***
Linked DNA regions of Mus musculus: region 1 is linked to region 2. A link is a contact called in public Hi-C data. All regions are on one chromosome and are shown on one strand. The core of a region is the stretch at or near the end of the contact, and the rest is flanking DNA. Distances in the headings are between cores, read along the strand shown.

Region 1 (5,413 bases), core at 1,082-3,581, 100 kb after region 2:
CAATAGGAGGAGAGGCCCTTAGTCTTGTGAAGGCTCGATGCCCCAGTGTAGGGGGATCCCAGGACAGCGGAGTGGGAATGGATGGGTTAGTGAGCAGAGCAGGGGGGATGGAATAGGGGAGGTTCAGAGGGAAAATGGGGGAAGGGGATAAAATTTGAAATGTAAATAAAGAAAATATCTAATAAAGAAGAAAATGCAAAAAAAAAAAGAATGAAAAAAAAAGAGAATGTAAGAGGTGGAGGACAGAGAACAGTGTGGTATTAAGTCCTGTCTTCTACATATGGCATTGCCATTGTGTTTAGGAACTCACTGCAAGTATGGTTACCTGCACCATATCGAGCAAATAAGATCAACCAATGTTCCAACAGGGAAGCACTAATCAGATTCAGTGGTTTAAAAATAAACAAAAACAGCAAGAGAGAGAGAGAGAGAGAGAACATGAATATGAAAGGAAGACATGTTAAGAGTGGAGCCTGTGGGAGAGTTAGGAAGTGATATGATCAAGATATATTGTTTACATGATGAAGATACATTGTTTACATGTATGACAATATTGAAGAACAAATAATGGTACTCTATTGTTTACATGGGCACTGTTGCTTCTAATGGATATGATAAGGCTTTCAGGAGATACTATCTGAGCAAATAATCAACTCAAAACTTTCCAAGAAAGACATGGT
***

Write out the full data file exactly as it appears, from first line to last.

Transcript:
Linked DNA regions of Mus musculus: region 1 is linked to region 2. A link is a contact called in public Hi-C data. All regions are on one chromosome and are shown on one strand. The core of a region is the stretch at or near the end of the contact, and the rest is flanking DNA. Distances in the headings are between cores, read along the strand shown.

Region 1 (5,413 bases), core at 1,082-3,581, 100 kb after region 2:
CAATAGGAGGAGAGGCCCTTAGTCTTGTGAAGGCTCGATGCCCCAGTGTAGGGGGATCCCAGGACAGCGGAGTGGGAATGGATGGGTTAGTGAGCAGAGCAGGGGGGATGGAATAGGGGAGGTTCAGAGGGAAAATGGGGGAAGGGGATAAAATTTGAAATGTAAATAAAGAAAATATCTAATAAAGAAGAAAATGCAAAAAAAAAAAGAATGAAAAAAAAAGAGAATGTAAGAGGTGGAGGACAGAGAACAGTGTGGTATTAAGTCCTGTCTTCTACATATGGCATTGCCATTGTGTTTAGGAACTCACTGCAAGTATGGTTACCTGCACCATATCGAGCAAATAAGATCAACCAATGTTCCAACAGGGAAGCACTAATCAGATTCAGTGGTTTAAAAATAAACAAAAACAGCAAGAGAGAGAGAGAGAGAGAGAACATGAATATGAAAGGAAGACATGTTAAGAGTGGAGCCTGTGGGAGAGTTAGGAAGTGATATGATCAAGATATATTGTTTACATGATGAAGATACATTGTTTACATGTATGACAATATTGAAGAACAAATAATGGTACTCTATTGTTTACATGGGCACTGTTGCTTCTAATGGATATGATAAGGCTTTCAGGAGATACTATCTGAGCAAATAATCAACTCAAAACTTTCCAAGAAAGACATGGT